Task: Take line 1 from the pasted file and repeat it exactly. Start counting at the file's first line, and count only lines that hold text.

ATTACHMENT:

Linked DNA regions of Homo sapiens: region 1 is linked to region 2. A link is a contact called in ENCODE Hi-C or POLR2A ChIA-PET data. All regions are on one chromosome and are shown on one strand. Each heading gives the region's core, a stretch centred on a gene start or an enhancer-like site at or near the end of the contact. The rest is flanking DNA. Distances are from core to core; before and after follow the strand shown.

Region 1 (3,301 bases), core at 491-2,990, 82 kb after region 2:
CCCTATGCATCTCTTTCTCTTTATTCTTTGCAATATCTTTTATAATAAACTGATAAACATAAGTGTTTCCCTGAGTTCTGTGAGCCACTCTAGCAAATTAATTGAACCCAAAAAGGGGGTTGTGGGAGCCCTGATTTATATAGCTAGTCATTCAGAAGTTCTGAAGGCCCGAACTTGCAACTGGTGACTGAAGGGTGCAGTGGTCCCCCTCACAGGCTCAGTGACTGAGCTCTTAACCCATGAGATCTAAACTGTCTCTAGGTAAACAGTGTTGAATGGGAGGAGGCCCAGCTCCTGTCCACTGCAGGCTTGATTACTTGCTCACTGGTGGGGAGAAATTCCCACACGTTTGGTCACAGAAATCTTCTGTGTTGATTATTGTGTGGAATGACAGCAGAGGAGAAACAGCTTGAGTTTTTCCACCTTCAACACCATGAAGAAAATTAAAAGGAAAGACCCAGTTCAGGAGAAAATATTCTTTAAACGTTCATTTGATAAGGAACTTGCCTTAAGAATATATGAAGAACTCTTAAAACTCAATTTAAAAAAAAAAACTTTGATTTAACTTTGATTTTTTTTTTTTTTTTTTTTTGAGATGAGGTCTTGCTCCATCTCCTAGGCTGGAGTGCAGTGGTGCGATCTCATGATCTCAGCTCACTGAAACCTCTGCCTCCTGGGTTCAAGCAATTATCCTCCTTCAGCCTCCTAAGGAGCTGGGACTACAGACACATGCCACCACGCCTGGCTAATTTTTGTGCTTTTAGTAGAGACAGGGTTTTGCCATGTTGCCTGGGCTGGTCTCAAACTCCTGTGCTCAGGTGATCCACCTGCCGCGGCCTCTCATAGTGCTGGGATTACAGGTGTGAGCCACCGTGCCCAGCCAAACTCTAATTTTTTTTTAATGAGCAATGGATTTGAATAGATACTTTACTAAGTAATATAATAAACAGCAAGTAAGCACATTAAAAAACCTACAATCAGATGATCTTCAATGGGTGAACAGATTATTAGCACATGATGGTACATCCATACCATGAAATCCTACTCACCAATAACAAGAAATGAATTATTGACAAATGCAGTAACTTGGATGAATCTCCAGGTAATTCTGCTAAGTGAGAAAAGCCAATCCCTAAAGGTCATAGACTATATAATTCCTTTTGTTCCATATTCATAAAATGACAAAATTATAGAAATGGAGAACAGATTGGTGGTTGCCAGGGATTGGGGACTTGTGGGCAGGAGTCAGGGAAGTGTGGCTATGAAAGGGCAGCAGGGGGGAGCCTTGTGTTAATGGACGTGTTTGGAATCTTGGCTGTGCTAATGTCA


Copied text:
Linked DNA regions of Homo sapiens: region 1 is linked to region 2. A link is a contact called in ENCODE Hi-C or POLR2A ChIA-PET data. All regions are on one chromosome and are shown on one strand. Each heading gives the region's core, a stretch centred on a gene start or an enhancer-like site at or near the end of the contact. The rest is flanking DNA. Distances are from core to core; before and after follow the strand shown.